Companies that count on construction activity around the globe have had a rough few years, while those dependent on residential housing build-outs have experienced severe depressions in their businesses. At some point in the future, industry conditions will improve, with many hoping 2012 is the first year of a sustainable upturn. Below is an overview of the leading cement firms in the world, and an overview of likely business trends in the next year or so.
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Cemex (NYSE:CX) is the worst industry performer by far in 2011; it has logged a share price decline of more than 50%. Fears abound regarding its potential to see an eventual sales recovery and reduce a hefty debt load taken on to acquire rival Rinker back in 2007, just as the housing bubble was really starting to burst. Cemex remains strong in its home country of Mexico and also has appealing exposure to emerging markets, but also has plenty of exposure to developed markets such as the U.S., U.K., Spain and other parts of Europe. Analysts project decent sales growth of nearly 6% for all of 2011, but for it to moderate to 2% in 2012 at just over $15 billion in sales. They expect an earnings loss of $1 for 2011, but for the loss to be cut in half next year. Additionally, debt is lofty at $17 billion, or 53% of total capital.
Texas-based Eagle Materials (NYSE:EXP) has a sizable cement business throughout the Southern U.S., as well as a major operation that manufactures and sells gypsum wallboard. Both mean significant exposure to domestic construction activity and residential homebuilding in particular. As a result, sales and earnings are down significantly from their peak in 2007, but Eagle has fought to stay profitable throughout. Sales growth should be modest for all of this year at only about 2%, but analysts expect an acceleration to 9% for 2012 and total sales of $514.5 million. Earnings per share should recover a bit by the end of 2012 to 82 cents. (To know more about EPS, read How To Evaluate The Quality Of EPS.)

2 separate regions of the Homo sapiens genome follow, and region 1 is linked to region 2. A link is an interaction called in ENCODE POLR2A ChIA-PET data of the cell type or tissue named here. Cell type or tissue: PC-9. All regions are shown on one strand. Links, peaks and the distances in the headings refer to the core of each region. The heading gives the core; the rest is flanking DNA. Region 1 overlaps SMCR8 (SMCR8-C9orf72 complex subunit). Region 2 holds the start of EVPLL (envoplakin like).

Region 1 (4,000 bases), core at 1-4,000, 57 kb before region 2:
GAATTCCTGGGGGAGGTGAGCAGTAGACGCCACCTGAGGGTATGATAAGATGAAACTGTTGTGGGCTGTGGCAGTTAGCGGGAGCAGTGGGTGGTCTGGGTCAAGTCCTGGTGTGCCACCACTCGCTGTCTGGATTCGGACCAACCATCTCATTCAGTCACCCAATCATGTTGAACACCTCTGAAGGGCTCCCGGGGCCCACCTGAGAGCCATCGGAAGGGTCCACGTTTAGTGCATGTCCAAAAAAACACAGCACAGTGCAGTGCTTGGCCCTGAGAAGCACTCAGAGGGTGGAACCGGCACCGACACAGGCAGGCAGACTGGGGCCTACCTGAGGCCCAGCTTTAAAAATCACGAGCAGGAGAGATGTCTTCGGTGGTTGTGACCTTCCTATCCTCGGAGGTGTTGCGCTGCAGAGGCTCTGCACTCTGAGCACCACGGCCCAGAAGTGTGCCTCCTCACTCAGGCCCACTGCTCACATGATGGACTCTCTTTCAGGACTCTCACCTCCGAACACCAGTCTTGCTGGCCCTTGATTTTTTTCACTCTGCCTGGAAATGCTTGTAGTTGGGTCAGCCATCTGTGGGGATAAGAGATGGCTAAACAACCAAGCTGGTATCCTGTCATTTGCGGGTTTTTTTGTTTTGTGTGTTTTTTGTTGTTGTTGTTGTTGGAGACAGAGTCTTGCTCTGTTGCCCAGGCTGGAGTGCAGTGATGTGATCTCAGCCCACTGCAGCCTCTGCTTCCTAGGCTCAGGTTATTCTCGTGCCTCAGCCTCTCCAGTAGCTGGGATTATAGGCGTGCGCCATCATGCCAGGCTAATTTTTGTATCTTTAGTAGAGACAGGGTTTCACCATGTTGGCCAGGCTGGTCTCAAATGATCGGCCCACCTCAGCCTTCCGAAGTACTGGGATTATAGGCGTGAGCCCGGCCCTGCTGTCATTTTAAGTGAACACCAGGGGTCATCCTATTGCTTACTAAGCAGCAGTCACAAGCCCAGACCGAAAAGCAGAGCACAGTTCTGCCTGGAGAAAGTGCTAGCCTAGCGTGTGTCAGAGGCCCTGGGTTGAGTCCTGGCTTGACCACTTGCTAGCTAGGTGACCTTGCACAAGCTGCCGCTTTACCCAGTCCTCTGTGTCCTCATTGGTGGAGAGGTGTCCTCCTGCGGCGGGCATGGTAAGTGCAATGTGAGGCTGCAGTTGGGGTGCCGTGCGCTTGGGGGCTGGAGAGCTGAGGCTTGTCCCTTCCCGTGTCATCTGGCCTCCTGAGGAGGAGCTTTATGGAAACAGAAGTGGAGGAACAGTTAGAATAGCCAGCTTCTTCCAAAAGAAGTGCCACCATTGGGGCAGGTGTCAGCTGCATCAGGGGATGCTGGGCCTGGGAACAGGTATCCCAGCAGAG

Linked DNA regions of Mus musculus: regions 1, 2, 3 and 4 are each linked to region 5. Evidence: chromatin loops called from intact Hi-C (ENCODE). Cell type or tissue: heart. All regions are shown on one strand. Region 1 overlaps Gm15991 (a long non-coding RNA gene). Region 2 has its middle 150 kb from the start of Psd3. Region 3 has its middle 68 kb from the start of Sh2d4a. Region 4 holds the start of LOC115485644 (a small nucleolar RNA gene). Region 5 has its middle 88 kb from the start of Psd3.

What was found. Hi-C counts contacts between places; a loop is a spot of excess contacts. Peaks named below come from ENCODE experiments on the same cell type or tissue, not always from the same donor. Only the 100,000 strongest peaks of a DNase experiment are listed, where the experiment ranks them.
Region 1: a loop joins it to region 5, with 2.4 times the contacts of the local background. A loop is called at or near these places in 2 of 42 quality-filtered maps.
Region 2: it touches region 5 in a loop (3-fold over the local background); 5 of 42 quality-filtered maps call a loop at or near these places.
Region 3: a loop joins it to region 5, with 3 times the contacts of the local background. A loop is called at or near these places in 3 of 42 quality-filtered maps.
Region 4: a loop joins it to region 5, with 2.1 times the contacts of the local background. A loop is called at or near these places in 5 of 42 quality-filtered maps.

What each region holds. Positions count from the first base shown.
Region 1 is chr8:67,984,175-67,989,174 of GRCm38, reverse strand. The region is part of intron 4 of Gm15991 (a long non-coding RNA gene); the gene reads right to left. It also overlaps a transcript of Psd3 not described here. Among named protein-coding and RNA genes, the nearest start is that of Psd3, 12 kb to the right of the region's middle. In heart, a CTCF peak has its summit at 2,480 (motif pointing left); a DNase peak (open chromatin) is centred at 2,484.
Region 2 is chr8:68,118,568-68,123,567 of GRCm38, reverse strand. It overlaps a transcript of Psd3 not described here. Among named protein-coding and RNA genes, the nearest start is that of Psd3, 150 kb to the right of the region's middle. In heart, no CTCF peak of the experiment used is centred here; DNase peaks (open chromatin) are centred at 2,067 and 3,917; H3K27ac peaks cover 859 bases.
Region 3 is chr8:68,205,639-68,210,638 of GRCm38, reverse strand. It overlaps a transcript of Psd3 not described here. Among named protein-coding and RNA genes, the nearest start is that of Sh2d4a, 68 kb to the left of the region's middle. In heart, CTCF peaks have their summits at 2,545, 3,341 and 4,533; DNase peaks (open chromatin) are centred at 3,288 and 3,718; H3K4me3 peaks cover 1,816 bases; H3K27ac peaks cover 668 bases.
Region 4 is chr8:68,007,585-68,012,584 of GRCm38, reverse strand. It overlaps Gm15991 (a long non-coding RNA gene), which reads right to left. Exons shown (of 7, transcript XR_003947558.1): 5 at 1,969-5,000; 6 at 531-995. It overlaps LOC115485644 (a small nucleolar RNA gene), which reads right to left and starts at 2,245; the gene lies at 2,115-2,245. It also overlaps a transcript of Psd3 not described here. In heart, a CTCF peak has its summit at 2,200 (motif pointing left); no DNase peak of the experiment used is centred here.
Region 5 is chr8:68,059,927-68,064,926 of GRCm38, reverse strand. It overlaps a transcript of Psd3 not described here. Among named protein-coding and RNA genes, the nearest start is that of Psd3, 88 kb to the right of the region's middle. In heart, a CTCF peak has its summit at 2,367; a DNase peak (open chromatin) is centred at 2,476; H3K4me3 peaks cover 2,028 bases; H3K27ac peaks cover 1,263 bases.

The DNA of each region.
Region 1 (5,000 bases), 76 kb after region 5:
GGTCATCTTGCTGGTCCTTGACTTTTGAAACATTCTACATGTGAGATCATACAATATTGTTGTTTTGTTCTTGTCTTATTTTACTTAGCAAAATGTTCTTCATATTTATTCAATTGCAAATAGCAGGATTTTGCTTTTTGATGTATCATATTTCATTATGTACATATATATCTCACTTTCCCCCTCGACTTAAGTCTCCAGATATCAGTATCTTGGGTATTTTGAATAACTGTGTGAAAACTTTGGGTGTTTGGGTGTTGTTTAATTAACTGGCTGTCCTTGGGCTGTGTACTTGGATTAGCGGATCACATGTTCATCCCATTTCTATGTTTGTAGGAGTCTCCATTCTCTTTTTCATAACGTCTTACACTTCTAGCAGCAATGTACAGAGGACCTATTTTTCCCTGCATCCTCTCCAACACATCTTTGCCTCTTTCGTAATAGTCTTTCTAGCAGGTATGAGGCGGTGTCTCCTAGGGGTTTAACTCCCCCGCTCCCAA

Texas Industries (NYSE:TXI) is also based in Texas and operates a number of business units that include cement and construction materials, including aggregates and consumer products. Cement accounted for nearly 42% of last quarter's total sales of $181.7 million and grew 12% while posting a profit of $6.5 million, or nearly double last year's first quarter. Despite this, management detailed that construction activity remained low in Texas and California, another of its primary markets. Like Cemex, analysts project losses for all of 2011 and 2012, though sales should grow more than 3 and 10%, respectively, to reach nearly $708 million by the end of 2012.
CRH plc (OTCBB:CRH) is based in Ireland, which happens to be one of the worst hit housing markets in Europe. Its products consist of cement, but also a wide range of building materials. For its most recent third quarter, sales rose 3%, but fell 1% for all of 2010 to 17.1 billion euros, as it also operates in the hard-hit U.S. concrete and aggregates market. Its operations in Poland, China and India are growing currently, but, like Cemex, exposure to developed economies have dented results for a number of years now. HOwever, unlike Cemex and more in line with Eagle, CRH has managed to stay profitable since the housing bubble burst.
Also based in Ireland, James Hardie Industries (NYSE:JHX) is a pure play cement that operates in both the U.S. and Europe, as well as parts of Asia. Second quarter sales jumped 15% to $331.6 million and profits came in at $127.4 after a loss in last year's quarter. For the remainder of 2011 and into next year, it expects U.S. residential construction and repair activity to remain "subdued" and also sees tough operating conditions in its Australian business. It does expect operating earnings between $126 million and $140 million for the full year, or as much as approximately 32 cents per share.
The Bottom Line
Given the volatility in earnings since the housing bubble deflated, valuing the cement and construction-related operations of the above leading industry players is a difficult exercise. 2012 isn't expected to result in a substantial improvement in industry sentiment or building trends, but conditions can't remain dismal forever. When an eventual upturn does materialize, Cemex and the other players should be able to return to more consistent growth, though it likely won't be near anywhere near the levels of the housing craze five years ago. (For additional reading, check out 5 Must-Have Metrics For Value Investors.)
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At the time of writing, Ryan C. Fuhrmann did not own shares in any of the companies mentioned in this article.